Bridging the gap between ethical theory and practice

On 9th – 10th October the Service Complaints Ombudsman for the Armed Forces, in conjunction with the Geneva Centre for the Democratic Control of the Armed Forces (DCAF), co-hosted the 9th International Conference of Ombuds Institutions for the Armed Forces (ICOAF).

The annual conference, held at The Tower of London, is an “important international forum for promoting and ensuring democratic oversight of the armed forces”[1]. The highest attended ICOAF to date, over 90 delegates from 40 countries assembled to discuss a range of issues under the broad umbrella of “The Moral Compass of the Armed Forces: How Ombuds Institutions can Break Down Barriers to Achieve Change”.

With ethics being at the heart of the purpose of ombudsman institutions, ethical practice was a central theme of the conference and permeated discussion in each of the sessions. It was also a dominant theme on the first day and the conference was honoured to have Dr David Whetham attend the conference and run a dedicated session on ‘Ethical Practice in Ombuds Institutions and Armed Forces Environments’.

Dr Whetham’s dynamic and innovative presentation, which was the standout session of the two days, served to highlight the importance of bridging the gap between ethical theory and practice. A Reader in Military Ethics at King’s College and Director of the King’s Centre for Military Ethics, Dr Whetham works to foster ethical awareness and decision-making in military personnel across the globe. In this role, Dr Whetham has developed a number of tools to raise ethical awareness, including the Military Ethics Playing Cards – a set of cards like any other except that each one contains a question concerning an ethical issue common to the military environment.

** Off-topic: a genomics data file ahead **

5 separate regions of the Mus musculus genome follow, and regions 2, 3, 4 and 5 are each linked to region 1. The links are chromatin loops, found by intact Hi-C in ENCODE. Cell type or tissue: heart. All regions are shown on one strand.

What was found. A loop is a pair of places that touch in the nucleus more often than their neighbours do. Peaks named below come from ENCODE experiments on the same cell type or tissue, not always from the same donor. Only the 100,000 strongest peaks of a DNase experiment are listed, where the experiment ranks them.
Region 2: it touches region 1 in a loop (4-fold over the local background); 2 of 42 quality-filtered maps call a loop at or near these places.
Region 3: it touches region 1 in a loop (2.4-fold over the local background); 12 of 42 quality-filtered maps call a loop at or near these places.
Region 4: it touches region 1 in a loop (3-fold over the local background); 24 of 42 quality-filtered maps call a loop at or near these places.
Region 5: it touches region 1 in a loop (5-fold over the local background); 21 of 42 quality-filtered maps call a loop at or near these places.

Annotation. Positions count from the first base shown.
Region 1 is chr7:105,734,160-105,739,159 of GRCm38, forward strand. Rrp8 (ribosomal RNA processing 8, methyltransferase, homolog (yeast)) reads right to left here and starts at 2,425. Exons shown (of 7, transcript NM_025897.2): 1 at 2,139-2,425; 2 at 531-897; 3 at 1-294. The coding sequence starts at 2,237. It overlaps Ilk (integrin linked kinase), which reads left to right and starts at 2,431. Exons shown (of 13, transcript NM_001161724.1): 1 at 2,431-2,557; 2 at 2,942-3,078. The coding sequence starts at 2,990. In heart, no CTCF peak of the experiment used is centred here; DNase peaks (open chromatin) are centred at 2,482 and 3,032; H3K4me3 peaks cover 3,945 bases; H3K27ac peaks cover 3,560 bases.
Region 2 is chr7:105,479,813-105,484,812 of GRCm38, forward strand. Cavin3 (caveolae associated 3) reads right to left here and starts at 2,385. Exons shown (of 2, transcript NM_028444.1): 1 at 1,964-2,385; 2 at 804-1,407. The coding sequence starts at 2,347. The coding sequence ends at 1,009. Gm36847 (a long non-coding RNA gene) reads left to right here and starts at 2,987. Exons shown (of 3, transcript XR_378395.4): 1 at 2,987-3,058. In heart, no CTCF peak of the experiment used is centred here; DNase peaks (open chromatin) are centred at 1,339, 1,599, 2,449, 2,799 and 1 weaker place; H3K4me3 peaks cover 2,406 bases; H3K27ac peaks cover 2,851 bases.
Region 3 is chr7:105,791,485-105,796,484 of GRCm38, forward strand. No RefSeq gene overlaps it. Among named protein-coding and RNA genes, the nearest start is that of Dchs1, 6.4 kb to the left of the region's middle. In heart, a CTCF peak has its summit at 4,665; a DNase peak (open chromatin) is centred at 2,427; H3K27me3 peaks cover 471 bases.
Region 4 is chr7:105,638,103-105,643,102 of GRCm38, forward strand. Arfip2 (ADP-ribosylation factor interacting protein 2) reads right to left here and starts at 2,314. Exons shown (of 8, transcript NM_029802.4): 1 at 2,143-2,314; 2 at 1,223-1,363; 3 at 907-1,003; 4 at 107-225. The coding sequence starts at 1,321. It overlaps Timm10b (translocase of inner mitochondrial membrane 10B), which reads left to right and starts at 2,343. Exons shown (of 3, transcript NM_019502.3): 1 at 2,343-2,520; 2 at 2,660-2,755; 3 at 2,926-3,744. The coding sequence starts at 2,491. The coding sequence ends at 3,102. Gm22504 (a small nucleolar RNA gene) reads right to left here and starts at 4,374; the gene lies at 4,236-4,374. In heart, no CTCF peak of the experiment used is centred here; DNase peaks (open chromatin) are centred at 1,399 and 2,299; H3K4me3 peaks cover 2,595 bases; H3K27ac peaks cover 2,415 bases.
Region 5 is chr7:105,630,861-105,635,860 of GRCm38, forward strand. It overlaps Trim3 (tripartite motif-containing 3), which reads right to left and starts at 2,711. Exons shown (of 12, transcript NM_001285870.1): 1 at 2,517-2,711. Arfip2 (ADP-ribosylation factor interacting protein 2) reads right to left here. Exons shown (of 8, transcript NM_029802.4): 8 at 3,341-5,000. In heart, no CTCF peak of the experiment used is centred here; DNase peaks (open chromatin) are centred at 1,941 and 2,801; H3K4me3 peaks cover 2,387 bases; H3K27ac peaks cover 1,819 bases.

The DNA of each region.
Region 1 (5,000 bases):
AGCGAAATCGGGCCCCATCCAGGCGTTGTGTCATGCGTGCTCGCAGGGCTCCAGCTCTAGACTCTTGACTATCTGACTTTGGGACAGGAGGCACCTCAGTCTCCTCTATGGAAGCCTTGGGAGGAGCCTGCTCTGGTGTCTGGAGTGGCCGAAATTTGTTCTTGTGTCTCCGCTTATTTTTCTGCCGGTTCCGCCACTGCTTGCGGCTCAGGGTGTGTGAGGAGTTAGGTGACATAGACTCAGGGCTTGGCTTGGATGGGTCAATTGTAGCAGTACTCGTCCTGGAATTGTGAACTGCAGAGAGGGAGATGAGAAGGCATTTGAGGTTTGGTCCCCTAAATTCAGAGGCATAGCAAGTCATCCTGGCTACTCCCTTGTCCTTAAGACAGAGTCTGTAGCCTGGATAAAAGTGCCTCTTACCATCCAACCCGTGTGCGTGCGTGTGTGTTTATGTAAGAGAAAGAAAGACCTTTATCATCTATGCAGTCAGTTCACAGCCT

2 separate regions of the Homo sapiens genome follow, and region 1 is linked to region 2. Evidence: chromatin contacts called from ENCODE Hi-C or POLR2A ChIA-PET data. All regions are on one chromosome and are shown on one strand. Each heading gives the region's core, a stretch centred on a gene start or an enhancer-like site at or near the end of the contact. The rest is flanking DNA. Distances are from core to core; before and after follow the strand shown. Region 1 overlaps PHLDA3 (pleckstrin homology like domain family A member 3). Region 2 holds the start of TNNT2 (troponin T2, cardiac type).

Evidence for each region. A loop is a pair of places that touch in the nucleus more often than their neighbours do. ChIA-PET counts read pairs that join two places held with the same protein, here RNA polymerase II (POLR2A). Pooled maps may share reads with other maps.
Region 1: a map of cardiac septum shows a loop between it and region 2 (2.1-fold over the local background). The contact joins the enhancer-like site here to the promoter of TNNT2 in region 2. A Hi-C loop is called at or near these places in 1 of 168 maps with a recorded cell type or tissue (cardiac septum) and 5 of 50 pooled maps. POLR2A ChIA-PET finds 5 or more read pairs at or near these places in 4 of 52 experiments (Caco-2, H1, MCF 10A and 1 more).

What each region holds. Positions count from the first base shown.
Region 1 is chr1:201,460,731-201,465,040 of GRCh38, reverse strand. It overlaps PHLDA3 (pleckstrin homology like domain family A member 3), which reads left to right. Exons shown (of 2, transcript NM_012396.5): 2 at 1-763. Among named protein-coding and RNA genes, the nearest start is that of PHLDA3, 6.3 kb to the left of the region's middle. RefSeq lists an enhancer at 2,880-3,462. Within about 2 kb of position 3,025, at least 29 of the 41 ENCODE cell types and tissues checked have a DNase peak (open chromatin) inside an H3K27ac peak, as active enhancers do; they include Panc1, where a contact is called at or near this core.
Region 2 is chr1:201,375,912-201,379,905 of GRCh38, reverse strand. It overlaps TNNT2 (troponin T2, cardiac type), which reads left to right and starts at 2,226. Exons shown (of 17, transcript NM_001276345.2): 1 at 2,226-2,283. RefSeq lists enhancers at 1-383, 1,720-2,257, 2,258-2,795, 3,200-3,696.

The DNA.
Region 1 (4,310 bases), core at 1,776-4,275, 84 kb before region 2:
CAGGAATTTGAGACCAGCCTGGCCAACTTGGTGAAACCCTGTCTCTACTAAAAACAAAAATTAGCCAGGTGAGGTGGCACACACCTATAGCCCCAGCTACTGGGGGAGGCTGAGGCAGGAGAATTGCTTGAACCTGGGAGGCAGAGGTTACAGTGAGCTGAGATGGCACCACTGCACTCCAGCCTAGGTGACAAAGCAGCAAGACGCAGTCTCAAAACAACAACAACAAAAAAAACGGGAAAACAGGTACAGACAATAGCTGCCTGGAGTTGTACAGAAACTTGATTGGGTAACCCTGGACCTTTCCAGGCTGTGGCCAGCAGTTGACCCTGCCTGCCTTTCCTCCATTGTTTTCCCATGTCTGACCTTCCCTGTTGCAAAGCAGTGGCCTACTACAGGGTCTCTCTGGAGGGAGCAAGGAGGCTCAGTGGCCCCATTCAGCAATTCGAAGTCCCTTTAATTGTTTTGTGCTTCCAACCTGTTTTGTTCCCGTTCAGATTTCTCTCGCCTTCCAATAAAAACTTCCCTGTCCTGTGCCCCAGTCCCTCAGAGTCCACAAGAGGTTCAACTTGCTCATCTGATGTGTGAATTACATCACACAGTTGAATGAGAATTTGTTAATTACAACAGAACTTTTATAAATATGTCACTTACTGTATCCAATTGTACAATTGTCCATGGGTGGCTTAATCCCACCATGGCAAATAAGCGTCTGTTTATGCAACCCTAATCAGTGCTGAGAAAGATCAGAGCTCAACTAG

The cards, which are designed to be used as a prompt for discussion and debate, have a QR web link to supporting information for each question enabling them to be used as part of formal or informal discussions.  The aim is to normalise discussion of ethical issues in order to improve ethical practice.

In his presentation, Dr Whetham highlighted the important role that ombudsman institutions for the armed forces play in ensuring there is continuous education in this area, and also in ensuring that ombudsman and their staff have such training to better enable them to investigate ethically ambiguous areas and make recommendations for change.

While focussed on the military environment, ethical practice and leadership is an important issue for all ombudsman institutions and there are broad lessons that can be drawn from Dr Whetham’s work to the benefit of the broad ombudsman community. To that end we are very pleased that Dr Whetham will be attending the next OA conference in Edinburgh in May 2018 to bring to life the issue of ethical practice and leadership.

Further information on the military ethics playing cards can be found at – http://militaryethics.uk/en/playing-cards